“This transition involved a lot of good people, many of whom I have come to value as colleagues,” said Ann Everatt. “While it was widely reported on social media that staff were being escorted off the site by security personnel, that was not the case. In only one instance was security asked to assist in escorting a faculty member off the premises and that was only because the human resource manager involved had another appointment to tend to. To say that they were all escorted off the premises by security personnel is categorically untrue.”

“We did our best to deal with every affected faculty and staff member in a way that was respectful, fair, and focused on giving them a generous severance, that in some cases also involved full or partial retirement benefits. In addition, all of the affected qualified faculty can teach through Continuing Education in the future which, in turn, will enable them to continue to teach at Keyano if they wish. Furthermore, these affected faculty and staff will be given preferential treatment with respect to filling future positions that may become available. These changes are never easy for those involved or the college and we thank these talented and passionate professionals for their past and present service.”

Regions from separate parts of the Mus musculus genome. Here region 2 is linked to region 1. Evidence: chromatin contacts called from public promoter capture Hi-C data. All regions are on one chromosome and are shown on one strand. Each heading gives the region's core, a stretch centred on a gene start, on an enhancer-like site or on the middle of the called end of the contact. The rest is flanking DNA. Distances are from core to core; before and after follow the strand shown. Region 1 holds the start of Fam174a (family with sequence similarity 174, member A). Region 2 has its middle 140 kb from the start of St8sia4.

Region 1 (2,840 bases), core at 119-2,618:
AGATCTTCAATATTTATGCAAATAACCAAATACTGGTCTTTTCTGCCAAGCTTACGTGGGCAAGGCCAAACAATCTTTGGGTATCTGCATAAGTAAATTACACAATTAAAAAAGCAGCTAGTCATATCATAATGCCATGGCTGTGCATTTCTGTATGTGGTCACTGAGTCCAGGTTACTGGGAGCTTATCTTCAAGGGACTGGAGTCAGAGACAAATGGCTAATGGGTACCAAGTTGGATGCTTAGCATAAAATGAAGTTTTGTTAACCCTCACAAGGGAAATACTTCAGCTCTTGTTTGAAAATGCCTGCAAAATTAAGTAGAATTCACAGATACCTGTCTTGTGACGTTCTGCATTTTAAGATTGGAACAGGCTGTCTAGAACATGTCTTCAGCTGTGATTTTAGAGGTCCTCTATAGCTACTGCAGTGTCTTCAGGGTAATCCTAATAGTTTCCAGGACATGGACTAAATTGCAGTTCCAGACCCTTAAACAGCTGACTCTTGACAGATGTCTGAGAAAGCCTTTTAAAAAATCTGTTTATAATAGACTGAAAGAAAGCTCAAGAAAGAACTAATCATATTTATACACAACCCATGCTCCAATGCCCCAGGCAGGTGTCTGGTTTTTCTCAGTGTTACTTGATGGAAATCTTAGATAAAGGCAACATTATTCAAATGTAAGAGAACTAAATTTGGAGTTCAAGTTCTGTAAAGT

I am a supporter of the arts community and everyone who knows me can attest to that. I have put this letter together with the help of our President, Dr. Nagel and Vice President Academic, Ann Everatt, to correct the public record with respect to what has happened over the past two days. Details about Keyano College’s budget will be released in the coming weeks prior to the public board meeting on May 25th. We believe that the budget is very positive for both Wood Buffalo and Keyano College as it will enable the college, in collaboration with other post-secondary institutions across Alberta, to begin to address the very serious skill shortage that has been identified by the government, region and industry as a threat to Alberta’s and our country’s economic well-being, while at the same time, continue to deliver programs that serve the broader interest of the community.

Russell Thomas

Director, Marketing &Communications, Keyano College